My child and my cattle

Report
from Global Polio Eradication Initiative
Published on 04 Feb 2013 View Original

GPEI joins with livestock authorities to protect the health of nomadic families and that of their herds

In January 2013, thousands of livestock owners are waiting in the camp of Hadjer Lamis close to the border with Cameroon. They are preparing to cross the border to move their herds in search of new grazing for the next few months. “We are staying there for few days to vaccinate our livestock before crossing the border, and will stay in Cameroon for three or four months,” said Adoum, one of the nomadic leaders in the camp.

In Chad, the mobility and the dispersion of mobile livestock owners lead to difficulties in reaching them with health services as well as with information and education. The prevalence of fully immunized nomadic children and women is extremely low, exposing them to a wide range of preventable diseases.

“Outreach human vaccination services rarely exist for nomadic groups. Reaching them is vital. Analyses show that preventable diseases disproportionately affect nomadic children. This is an under-served segment of the population,” has expressed the Governor of Hadjer Lamis. The Chadian Ministries of Health and of Livestock Production (in charge of veterinary services), together with Global Polio Eradication Initiative partners, non-governmental organizations and the nomadic communities organized joint human and livestock vaccination campaigns in this region where nomadic groups are seasonally located. Pastoralist communities highly value the combined approach that considers the health of their family members and of their livestock.

“It is the first time my children get vaccinated. I was aware about this campaign through the social mobilizers deployed in the camp. I need my children to be protected, as I am concerned and scared about deaths as a result of preventable diseases. As parents, I have the responsibility to ensure my children are healthy,” said Amina Brahim, 20, and mother of two children.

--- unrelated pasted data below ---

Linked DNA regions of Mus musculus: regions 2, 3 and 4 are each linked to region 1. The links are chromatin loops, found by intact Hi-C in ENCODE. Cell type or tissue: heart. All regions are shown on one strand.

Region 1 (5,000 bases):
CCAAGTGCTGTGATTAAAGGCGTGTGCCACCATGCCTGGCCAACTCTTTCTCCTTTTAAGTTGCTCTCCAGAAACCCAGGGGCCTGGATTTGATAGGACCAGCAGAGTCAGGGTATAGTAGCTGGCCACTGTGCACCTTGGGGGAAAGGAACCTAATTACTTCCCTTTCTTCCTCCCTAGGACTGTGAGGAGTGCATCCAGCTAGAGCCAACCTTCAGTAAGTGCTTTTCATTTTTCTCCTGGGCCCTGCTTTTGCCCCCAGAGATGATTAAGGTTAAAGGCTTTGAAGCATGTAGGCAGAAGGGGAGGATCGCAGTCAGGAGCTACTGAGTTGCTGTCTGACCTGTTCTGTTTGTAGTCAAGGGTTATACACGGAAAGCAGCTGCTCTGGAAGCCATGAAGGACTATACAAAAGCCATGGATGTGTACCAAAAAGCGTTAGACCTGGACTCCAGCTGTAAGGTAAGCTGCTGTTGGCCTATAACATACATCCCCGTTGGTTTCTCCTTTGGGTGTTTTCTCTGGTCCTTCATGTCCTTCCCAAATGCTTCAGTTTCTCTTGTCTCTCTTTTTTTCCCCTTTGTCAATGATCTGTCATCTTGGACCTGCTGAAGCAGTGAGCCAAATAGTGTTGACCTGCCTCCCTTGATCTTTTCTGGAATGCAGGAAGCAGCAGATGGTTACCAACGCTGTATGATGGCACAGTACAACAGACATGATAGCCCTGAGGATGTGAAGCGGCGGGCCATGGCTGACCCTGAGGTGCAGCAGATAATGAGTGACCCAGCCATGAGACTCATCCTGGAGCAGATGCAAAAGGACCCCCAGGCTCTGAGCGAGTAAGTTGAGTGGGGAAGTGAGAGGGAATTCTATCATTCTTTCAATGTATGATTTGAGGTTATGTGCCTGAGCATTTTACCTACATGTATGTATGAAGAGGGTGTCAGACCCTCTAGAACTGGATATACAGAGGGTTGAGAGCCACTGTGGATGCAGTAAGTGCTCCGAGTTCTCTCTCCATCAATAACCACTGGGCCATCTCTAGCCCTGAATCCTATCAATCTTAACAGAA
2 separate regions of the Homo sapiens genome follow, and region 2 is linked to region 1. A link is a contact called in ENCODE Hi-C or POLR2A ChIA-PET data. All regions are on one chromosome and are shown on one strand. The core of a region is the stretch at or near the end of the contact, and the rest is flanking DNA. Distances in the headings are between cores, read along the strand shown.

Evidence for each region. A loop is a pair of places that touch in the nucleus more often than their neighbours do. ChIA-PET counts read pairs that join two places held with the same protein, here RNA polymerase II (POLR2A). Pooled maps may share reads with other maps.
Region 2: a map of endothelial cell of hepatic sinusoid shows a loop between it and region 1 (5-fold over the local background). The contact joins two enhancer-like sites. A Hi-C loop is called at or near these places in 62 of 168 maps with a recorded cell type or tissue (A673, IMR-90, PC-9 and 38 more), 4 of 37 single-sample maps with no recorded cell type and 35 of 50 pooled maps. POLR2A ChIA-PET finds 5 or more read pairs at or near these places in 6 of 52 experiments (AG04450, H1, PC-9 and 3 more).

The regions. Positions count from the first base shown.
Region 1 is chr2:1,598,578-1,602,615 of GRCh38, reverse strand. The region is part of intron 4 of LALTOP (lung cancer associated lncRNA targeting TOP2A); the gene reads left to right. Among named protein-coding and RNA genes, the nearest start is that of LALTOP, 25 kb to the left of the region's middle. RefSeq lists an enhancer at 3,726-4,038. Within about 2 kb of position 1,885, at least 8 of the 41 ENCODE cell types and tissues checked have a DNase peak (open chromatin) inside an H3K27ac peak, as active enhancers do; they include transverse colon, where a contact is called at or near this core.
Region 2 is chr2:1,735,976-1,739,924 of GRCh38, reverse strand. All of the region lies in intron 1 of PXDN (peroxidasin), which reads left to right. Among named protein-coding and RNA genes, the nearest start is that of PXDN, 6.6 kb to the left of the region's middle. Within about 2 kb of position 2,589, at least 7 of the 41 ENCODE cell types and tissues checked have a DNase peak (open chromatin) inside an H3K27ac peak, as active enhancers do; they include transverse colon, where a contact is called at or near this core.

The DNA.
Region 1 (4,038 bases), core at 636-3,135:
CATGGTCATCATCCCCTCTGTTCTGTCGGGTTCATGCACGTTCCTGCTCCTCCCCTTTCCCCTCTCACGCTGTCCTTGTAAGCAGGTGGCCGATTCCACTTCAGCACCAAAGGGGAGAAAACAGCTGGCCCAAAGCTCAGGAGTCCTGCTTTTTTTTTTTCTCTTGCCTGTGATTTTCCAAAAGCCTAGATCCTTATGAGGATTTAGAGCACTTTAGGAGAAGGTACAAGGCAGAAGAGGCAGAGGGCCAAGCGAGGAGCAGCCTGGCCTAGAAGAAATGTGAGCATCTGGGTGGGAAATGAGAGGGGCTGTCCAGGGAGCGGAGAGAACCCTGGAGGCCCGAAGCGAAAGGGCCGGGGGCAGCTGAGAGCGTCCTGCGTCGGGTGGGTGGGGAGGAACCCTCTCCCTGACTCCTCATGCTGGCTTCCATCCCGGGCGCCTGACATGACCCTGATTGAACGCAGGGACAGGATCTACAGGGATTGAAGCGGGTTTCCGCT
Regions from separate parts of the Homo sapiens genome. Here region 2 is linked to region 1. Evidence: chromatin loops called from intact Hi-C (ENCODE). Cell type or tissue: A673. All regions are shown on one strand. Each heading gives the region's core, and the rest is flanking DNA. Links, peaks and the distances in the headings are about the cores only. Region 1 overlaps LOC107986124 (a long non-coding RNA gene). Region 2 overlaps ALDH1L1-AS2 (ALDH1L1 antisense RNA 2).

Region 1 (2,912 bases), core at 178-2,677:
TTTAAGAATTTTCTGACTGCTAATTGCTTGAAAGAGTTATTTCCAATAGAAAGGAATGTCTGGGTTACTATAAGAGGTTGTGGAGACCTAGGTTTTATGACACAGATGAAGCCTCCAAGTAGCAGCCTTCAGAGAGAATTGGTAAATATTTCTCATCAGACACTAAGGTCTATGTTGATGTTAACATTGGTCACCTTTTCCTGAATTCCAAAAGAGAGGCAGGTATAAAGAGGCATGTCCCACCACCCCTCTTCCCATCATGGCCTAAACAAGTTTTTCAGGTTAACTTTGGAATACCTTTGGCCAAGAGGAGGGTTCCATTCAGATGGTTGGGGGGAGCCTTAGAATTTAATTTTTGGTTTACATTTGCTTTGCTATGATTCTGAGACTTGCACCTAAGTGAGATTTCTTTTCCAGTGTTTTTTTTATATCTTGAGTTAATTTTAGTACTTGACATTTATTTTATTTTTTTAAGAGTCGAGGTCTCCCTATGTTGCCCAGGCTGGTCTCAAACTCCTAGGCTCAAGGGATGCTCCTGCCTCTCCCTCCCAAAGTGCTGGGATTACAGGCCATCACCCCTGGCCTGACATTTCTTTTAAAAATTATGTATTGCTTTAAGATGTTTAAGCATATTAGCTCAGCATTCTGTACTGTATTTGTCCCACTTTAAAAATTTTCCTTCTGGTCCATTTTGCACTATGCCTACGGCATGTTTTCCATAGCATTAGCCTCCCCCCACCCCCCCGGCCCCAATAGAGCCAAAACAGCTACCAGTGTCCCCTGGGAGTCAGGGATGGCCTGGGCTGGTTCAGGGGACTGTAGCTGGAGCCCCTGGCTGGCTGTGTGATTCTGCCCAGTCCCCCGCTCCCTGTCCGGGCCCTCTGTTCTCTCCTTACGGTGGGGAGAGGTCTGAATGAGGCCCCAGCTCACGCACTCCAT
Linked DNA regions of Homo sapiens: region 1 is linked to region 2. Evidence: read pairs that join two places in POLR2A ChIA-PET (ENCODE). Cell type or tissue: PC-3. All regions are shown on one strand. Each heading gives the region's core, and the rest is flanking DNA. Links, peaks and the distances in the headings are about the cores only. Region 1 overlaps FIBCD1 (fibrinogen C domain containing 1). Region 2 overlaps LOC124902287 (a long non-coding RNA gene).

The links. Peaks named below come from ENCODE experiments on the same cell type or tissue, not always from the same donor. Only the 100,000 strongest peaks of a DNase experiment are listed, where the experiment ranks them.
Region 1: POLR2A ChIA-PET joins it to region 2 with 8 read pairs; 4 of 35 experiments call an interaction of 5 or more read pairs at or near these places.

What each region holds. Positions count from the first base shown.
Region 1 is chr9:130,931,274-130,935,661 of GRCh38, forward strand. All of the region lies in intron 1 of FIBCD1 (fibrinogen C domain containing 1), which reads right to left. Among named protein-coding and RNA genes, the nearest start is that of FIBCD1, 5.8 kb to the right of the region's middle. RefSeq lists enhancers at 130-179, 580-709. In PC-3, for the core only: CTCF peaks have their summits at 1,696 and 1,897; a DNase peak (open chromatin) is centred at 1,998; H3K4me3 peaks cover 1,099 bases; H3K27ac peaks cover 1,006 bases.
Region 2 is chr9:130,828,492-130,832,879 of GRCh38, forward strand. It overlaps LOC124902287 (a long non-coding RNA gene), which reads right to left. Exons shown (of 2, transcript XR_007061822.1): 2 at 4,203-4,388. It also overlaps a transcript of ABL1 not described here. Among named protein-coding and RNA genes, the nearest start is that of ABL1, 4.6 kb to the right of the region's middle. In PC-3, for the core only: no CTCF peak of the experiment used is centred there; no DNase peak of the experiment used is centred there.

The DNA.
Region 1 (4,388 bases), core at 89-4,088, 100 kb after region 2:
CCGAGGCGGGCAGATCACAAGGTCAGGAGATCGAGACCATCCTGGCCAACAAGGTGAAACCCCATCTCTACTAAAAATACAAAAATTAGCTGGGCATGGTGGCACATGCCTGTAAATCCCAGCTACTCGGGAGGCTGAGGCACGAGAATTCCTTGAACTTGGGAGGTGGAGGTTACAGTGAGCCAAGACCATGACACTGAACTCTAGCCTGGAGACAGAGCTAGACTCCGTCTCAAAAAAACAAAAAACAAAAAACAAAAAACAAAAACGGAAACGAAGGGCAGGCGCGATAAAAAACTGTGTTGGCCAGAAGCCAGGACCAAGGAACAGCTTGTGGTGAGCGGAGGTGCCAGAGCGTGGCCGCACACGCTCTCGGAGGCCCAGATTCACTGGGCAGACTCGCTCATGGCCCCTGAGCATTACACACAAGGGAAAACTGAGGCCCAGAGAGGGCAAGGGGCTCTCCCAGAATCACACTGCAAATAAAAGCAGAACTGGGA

During the 10-days intensive immunization campaign, thousands of children under five years of age have been vaccinated and received routine immunizations, a simple and highly effective way to protect them from polio, diphtheria, tetanus and measles-rubella. Women between 15 to 49 years of age have been vaccinated against tetanus. Mobile teams have been posted in the camp to make sure not a single child is missed. “We found out that there were communities that were never being reached, either by the supplementary days or by the routine immunizations. The public health sector should use this kind of campaign as a gateway to the pastoralists. This may become a model for others who face similar difficulties in reaching remote livestock keepers” stated Gianluca Flamigni, UNICEF Chief of Polio in Chad.

Chad authorities and partners need to double efforts to reach populations that are entirely cut-off from health and other social services. The joint vaccination campaign approach is innovative, appreciated by nomadic pastoralists and less expensive than separate vaccination. By using the mobility of veterinarians in remote zones far from health care facilities, vaccination can be provided to nomadic children and women in countries with limited resources.